“In the Vendée Globe, You Have to Have A Double Philosophy on How to Race”
In the last eighteen months Sam Davies has established herself as a podium contender for the next Vendée Globe. On the water she has proven competitive across the wind range on her ‘Initiatives Coeur’ which has been substantially turbo’d up with a massive set of new foils. Her programme, a highly optimised 10 year old boat which was second in 2012 as ‘Banque Populaire’ and third in 2016 as ‘Maitre CoQ’, brings massive advantages in terms of building reliability and a perfect knowledge of the boat, building tens of thousands of sea miles. This week Davies and her Transat Jacques Vabre co-skipper Paul Meilhat have been training with ‘Charal’, still the only new generation IMOCA on the water. Next week they will take part in the Fastnet Race alongside 20 IMOCAs. As a raft of new launches start to hit the water, Davies says her envy for the new boats is limited and she is happy with her course towards the 2020 Vendée Globe.
Tip & Shaft caught up with Sam before she went training this week……
So what is the schedule this week, what can you learn two boat testing with the much newer ‘Charal’?
We’ve done a couple of sessions with Jeremie. ‘Charal’ is the only other top level boat that’s sailing right now, it’s better to train with another boat rather than just yourself and we’re neighbours on the dock so it’s quite easy to organise. Until now it has been mainly light wind. That is not what we are looking for now. This next session should be interesting as it should be 25 knots for a few hours, so we should get some good learning.
Overall do you feel you are where you want to be in terms of you short, medium and long term goals for the Vendée Globe, and your chosen schedule to fit new gen foils when you did?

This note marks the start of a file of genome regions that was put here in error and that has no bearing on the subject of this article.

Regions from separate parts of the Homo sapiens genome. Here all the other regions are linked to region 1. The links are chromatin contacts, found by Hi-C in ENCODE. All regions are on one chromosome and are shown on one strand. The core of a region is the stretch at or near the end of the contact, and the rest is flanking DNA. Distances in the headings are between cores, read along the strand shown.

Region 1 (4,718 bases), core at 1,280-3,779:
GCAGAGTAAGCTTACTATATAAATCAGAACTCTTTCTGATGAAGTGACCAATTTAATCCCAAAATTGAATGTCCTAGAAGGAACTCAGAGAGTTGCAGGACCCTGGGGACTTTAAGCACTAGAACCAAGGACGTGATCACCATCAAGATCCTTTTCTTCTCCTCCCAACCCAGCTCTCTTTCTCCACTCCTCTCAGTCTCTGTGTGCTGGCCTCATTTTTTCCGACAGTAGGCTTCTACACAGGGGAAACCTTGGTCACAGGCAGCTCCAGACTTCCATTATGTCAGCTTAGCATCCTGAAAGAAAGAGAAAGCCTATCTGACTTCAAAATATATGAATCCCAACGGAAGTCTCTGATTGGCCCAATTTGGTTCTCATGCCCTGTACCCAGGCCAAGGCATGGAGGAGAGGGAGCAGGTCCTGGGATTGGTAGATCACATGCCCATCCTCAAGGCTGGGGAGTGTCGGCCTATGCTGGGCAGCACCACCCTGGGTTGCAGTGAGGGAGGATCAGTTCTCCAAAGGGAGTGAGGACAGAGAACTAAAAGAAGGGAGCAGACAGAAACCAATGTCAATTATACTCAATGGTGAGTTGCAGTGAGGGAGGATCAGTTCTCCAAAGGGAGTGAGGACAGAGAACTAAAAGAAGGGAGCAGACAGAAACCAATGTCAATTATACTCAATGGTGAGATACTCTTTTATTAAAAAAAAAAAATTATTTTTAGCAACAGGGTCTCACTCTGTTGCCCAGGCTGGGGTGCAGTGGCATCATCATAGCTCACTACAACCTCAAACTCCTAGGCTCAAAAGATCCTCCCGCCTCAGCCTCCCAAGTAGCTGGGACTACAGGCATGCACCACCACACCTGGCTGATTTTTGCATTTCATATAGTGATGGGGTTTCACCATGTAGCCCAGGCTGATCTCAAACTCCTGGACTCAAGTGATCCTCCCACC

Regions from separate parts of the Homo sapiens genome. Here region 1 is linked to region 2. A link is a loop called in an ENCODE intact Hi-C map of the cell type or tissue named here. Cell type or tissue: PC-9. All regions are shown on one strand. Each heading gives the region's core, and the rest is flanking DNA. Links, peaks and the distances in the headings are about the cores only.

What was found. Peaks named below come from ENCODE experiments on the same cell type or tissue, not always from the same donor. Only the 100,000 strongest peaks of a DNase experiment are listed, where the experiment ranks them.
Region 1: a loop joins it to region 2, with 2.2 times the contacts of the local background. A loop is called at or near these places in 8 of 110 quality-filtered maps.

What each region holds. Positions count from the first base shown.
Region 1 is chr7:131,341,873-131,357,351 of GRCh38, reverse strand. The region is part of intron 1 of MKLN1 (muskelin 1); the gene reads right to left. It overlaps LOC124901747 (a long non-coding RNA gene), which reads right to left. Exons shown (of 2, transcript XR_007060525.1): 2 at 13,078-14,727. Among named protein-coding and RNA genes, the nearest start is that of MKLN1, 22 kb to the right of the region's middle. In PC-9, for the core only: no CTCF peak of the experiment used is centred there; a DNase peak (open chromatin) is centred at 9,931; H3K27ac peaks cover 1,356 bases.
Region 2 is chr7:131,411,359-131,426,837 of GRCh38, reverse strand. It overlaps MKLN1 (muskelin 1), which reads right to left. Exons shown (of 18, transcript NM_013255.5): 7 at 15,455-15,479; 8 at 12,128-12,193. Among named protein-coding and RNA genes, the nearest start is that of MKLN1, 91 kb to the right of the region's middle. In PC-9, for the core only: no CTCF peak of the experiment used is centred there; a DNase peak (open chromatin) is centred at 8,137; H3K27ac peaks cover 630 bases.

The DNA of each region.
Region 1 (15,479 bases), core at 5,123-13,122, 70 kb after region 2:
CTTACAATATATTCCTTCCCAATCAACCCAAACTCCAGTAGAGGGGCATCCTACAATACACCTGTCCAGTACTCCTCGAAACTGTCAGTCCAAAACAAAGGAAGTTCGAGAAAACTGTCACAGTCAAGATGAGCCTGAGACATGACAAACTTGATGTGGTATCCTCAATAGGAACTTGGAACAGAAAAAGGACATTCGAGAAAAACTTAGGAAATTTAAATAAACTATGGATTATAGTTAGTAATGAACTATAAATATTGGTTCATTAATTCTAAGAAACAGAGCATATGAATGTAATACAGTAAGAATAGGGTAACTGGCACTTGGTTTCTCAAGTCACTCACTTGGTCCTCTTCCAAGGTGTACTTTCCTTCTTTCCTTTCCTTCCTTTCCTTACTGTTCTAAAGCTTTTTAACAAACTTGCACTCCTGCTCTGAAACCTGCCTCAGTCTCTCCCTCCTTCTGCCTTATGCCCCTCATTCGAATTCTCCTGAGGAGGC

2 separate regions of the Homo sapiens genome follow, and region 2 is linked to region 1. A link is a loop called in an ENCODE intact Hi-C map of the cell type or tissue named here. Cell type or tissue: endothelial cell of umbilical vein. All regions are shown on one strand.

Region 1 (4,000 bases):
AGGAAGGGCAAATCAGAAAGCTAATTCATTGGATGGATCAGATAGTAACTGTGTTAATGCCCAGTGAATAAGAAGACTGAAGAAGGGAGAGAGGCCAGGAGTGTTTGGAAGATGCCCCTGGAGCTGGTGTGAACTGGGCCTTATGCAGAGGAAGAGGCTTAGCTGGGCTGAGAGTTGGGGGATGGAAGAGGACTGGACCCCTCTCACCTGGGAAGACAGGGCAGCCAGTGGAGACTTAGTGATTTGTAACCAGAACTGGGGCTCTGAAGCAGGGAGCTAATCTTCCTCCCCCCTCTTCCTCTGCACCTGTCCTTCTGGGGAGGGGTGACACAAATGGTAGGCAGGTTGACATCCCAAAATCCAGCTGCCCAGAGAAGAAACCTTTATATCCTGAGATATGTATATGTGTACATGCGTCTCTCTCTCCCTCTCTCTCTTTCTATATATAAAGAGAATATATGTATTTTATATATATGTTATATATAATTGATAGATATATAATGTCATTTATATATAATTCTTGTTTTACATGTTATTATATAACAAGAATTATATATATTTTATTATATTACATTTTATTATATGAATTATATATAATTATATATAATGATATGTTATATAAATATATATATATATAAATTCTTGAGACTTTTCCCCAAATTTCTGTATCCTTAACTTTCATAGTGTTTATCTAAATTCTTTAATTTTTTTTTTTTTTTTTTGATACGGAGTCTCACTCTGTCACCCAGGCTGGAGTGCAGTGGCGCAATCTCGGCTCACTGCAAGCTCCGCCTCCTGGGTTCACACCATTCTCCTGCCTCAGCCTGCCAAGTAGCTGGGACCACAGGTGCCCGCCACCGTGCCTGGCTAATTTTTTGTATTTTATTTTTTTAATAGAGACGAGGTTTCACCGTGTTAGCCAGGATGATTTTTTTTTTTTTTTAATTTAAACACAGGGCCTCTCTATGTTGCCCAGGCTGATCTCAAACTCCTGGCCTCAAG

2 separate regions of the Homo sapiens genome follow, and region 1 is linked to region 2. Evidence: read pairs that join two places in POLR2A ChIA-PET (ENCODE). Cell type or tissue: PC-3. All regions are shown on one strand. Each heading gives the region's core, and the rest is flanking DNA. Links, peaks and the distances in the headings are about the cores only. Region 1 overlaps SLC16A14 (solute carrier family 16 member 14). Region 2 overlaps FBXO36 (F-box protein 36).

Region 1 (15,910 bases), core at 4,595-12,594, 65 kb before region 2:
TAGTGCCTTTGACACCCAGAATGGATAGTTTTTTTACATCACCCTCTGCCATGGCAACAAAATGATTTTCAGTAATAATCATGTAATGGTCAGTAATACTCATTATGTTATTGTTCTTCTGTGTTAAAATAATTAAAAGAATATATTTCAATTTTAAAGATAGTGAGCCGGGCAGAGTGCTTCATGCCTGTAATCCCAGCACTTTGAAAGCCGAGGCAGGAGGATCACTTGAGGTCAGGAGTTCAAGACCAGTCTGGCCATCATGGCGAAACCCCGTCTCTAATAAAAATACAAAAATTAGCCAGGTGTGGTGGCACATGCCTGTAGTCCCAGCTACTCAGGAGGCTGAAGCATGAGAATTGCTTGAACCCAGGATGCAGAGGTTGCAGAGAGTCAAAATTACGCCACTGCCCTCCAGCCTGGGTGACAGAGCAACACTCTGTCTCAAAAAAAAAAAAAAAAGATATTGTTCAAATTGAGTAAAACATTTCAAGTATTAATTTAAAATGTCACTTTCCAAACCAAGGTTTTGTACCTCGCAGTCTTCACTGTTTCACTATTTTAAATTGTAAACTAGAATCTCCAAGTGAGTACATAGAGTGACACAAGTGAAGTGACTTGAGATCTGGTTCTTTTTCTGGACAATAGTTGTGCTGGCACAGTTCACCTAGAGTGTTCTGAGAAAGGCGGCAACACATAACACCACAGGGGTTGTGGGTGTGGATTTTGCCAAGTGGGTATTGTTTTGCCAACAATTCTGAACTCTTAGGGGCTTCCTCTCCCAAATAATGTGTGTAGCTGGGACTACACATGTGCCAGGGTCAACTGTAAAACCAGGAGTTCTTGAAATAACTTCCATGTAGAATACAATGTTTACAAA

I’m feeling good as I’ve been sailing this boat for two years, and that has given me a really good base before the Vendée Globe. I delaminated the hull in the Route du Rhum which was good in a way because we realised there were some structural changes that needed to be made to the boat. It’s frustrating to abandon a race, but I’m glad that we discovered that early. It was good to be able to change the foils as soon as possible. It is hard to find the right moment because things are changing so quickly. To do it too early you don’t get the advantage of seeing what does not work for other people. But then if you do it too late then we have made a big, big change to the way the boat sails and how we are going to sail the boat, and sail design, there is a while heap of stuff there, and it is useful to have done this early to react and be able to learn it all before the Vendée Globe. Right now we are learning a lot for the Transat Jacques Vabre which is cool. And we have been sailing together since the Sardinia Cup. I’m sad for Paul because I’d rather have him as a competitor than a co-skipper. He’s putting his Volvo campaign together and doesn’t have any other sailing apart from sailing with me and he’s been 100% with the project ever since we launched the boat and that’s an advantage for the TJV for us as a duo. Even though we have done a lot of sailing it still doesn’t feel like we’ve done enough sailing to have covered the whole range of wind angles and boat speeds for our new foils to totally understand them yet.
And why Paul Meilhat, what does he bring in particular that other co-skippers might not?
I wanted someone who has a lot of experience in the IMOCA class, Paul is natural sailor and has instinct and feeling for the boat and the trim. He has experience of the IMOCA class at top level and I enjoy sailing with people who have the same passion and enthusiasm for sailing, just loving going sailing, not just to earn money for a job. He has a feeling I can trust as well. His old boat is the sistership to my boat. He managed to sail ‘SMA’ with no foils faster than I sailed my boat with foils apart from one race. He brings expertise and excellence. He’s a good team player and he loves the technical side. So the days where we have to work on shore, Paul is there 100% too and enjoys that technical challenge as well. He understands the difficulties for the shore team to make the boat do all the things we write on the job lists.